Array BioPharma's CEO Presents at Jefferies 2013 Global Healthcare Conference (Transcript)

| About: Array BioPharma (ARRY)
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Array BioPharma Inc. (NASDAQ:ARRY) Jefferies 2013 Global Healthcare Conference Call November 20, 2013 3:40 AM ET


Ron Squarer – CEO


Eun Yang – Jefferies

Eun Yang – Jefferies

Good morning. This is Eun Yang, a biotech analyst with the Jefferies. We are happy to have Array BioPharma today. Array is focusing on small molecule drug development with two Phase III products partnered with Novartis and AstraZeneca, but also the company has proprietary programs moving into Phase III next year. The focus – the therapeutic focus of Array is cancer and inflammation and presenting from Array today is CEO Ron Squarer.

Ron Squarer

Good morning. I am going to be making some forward-looking statements today. So, I do encourage everyone to take a look at our 10-K and other SEC filings for a full discussion of risks associated with our forecasts. It’s great to be here today and it is a very exciting time for Array.

In that - as was mentioned, not only do we have two most advanced partnered programs now in a total of six pivotal trials, which are either running or planned to begin running by the end of the year. But we have recently announced that we intend to run a Phase III randomized trial for full registration for our lead wholly-owned program in multiple myeloma, Array-520.

And so we’ve put some data out in the ASH abstracts, which have just recently published and looking forward to providing more details on a number of aspects of the program at the ASH Meeting in a couple of weeks. So, as I said, a very exciting time both for our lead partner and lead internal wholly-owned programs.

We are also providing update both through abstracts and at the meeting on our Myelodysplastic Syndrome program, also wholly-owned at this point. We had a long history of partnering at Array.

In fact we have ten clinical stage partnered programs; seven of those programs are in either Phase II or Phase III. Many of these arrangements do anticipate double-digit royalties assuming success and have milestones even before royalties that could total as high as $2.7 billion.

So jumping into Array-520, our lead internal program. It is a highly selective KSP inhibitor. And what’s really quite unique about it, other than the fact that it is a unique mechanism entering the myeloma space, a space that is, as you may know dominated currently by the proteasome inhibitors or IMiDs - PIs or IMiDs.

And as a result, we feel that 520 can play an important role of treating patients who have failed at PIs and IMiDs and often failed multiple times and we also feel that 520 could be used in combination and that’s how we’ve been studying the asset.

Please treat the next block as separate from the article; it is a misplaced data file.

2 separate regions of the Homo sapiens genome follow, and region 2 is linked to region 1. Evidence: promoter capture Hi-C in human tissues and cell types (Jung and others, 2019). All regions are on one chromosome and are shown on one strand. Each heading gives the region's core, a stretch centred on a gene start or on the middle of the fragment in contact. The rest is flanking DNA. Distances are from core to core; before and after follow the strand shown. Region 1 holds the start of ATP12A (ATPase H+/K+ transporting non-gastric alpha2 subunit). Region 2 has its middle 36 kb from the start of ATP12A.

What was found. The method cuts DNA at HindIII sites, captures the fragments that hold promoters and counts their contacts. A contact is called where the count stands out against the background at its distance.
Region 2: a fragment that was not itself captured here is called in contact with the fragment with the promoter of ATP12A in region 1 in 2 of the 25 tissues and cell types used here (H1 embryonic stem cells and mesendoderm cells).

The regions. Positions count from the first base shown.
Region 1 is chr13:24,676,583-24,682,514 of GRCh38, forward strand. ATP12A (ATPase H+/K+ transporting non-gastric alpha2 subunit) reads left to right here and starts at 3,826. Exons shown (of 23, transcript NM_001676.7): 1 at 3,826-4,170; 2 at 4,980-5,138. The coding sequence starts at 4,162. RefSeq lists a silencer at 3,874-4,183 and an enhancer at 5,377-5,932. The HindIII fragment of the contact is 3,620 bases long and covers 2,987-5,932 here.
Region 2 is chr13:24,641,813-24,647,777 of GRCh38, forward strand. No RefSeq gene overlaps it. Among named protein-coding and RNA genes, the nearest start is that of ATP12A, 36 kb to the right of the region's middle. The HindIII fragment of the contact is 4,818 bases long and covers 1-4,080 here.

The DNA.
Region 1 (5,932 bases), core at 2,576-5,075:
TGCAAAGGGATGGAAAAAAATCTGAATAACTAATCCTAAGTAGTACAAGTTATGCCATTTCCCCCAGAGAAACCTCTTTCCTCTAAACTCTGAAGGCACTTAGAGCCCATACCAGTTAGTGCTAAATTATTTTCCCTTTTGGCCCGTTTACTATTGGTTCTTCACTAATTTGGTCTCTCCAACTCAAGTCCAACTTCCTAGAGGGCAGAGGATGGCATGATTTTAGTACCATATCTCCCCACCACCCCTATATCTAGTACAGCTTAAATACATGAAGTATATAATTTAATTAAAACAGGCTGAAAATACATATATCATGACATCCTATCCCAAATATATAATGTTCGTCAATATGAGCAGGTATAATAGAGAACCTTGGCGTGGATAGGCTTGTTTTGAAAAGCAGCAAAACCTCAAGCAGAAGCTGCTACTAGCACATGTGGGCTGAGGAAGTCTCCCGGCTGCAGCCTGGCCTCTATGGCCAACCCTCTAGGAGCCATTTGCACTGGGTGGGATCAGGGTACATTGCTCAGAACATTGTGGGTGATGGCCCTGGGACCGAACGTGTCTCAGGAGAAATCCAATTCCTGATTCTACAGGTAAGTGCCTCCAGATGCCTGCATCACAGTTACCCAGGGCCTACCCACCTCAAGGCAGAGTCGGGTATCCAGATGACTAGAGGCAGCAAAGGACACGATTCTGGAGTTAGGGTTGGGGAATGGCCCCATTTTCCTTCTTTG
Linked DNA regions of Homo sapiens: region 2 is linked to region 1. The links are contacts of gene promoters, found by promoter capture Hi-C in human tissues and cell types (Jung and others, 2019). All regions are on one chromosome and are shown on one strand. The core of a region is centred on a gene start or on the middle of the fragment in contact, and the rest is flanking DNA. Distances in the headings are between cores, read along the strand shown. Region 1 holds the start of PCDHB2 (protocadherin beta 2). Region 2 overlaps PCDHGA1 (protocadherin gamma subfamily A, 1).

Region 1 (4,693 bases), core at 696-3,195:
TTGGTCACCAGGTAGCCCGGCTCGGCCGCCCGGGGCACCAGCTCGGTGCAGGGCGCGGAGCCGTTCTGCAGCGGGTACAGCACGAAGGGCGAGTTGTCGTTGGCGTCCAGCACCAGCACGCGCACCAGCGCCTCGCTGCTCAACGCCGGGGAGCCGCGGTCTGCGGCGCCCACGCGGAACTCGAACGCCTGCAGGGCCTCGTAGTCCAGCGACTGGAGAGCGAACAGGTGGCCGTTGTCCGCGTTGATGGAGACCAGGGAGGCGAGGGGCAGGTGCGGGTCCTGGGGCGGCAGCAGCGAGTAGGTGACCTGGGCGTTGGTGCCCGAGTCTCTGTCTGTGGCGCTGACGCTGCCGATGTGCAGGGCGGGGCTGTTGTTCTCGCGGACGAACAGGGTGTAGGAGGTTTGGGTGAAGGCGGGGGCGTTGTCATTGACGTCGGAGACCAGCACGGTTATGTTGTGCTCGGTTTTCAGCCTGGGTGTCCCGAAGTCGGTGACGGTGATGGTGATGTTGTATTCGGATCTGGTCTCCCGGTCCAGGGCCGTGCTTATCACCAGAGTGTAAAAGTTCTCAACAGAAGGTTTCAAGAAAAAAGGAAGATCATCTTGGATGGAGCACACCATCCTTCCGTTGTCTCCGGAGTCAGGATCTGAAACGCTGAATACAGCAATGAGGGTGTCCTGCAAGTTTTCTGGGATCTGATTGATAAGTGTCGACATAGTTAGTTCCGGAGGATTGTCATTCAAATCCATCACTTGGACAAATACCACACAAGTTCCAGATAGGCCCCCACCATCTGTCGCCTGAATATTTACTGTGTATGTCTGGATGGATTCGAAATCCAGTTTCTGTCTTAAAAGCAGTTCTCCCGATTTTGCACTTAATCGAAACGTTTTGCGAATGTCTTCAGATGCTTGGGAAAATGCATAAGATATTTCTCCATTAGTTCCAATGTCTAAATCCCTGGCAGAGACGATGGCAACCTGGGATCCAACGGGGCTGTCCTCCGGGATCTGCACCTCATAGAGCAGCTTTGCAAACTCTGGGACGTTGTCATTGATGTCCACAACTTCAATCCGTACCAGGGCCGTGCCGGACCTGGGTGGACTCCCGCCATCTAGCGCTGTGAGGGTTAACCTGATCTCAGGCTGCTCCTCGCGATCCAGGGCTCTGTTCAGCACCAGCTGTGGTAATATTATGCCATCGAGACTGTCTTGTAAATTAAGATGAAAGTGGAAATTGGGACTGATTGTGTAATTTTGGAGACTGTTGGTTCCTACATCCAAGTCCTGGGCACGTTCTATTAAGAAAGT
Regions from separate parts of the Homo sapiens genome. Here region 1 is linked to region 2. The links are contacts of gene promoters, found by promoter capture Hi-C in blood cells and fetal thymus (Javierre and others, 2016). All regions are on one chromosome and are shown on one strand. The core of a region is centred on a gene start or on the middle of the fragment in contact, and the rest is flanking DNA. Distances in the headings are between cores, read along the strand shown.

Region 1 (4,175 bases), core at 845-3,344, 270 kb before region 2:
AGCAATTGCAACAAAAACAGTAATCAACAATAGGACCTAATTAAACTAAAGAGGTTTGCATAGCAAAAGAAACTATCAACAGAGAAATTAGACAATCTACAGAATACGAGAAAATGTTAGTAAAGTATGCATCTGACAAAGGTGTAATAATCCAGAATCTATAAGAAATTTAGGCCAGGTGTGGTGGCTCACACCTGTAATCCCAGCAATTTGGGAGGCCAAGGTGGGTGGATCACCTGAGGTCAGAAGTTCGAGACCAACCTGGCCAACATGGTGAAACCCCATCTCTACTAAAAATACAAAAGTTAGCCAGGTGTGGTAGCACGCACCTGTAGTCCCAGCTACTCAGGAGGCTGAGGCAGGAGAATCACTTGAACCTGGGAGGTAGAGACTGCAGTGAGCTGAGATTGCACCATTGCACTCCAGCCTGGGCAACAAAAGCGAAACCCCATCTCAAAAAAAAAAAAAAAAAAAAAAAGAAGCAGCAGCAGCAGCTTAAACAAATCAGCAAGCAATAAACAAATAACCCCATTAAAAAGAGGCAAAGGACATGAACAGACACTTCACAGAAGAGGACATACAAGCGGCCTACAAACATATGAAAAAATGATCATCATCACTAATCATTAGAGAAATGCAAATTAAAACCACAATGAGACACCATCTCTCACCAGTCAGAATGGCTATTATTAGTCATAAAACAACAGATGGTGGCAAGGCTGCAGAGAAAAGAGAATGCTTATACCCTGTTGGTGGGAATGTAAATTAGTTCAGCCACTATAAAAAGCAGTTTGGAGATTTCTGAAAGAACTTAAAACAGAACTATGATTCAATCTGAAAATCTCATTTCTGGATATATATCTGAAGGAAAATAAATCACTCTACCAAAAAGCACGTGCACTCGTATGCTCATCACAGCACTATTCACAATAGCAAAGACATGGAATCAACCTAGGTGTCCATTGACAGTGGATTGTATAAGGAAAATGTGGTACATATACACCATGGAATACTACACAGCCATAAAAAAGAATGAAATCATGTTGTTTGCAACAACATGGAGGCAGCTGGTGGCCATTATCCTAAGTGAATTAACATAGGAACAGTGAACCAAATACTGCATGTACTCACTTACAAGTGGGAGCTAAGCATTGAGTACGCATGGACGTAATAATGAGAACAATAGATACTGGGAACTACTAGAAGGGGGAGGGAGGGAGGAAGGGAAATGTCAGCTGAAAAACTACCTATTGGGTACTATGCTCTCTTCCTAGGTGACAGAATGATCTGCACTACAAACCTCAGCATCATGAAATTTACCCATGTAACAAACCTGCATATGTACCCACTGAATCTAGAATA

I think, what’s also unique about the mechanism important to notice that, it acts preferentially on hematopoietic cells over epithelial cells, based on Mcl-1 survival dependence.

And as a result, we see little to no non-hematologic effect. So, no little to no GI alopecia or certainly neuropathy and the hematopoietic effects are very well managed and tend not to be asymptomatic and any effects tend to not to be cumulative as well.

So, across a number of settings now single agent combination with dexamethasone, combination with Kyprolis and combination with Velcade. We’ve seen this very consistent profile and well-tolerated able to combine.

In fact, we’ve now, through the data we are presenting at ASH have now demonstrated the ability to dose a full dose of 520 and full dose of both Kyprolis and Velcade in two separate studies, all with that same profile.

The other very important data that we’ve been presenting lately, perhaps the most important aspect of the data we’ve generated is a robust single-agent activity, which we believe would be additive to other mechanisms, which behave differently than KSP.

And in fact, by using a selection marker which we have identified and are developing as a companion diagnostic AAG we see very robust single agent responses in heavily pre-treated population. So, we do believe AAG will be an important part of our program moving forward.

Myeloma is the second most common hematologic cancer, there we go. So, quite a sizable population, unfortunately, most patients as you know, do progress and ultimately succumb to the disease.

There has been some tremendous commercial success with new agents recently, namely, the recent launches of Kyprolis and Pomalyst, both exceeding roughly $200 million of sales in early months and are expected to both exceed $1 billion. And, so it’s pretty clear that the sale of Onyx to Amgen for $11 billion was anchored by Kyprolis.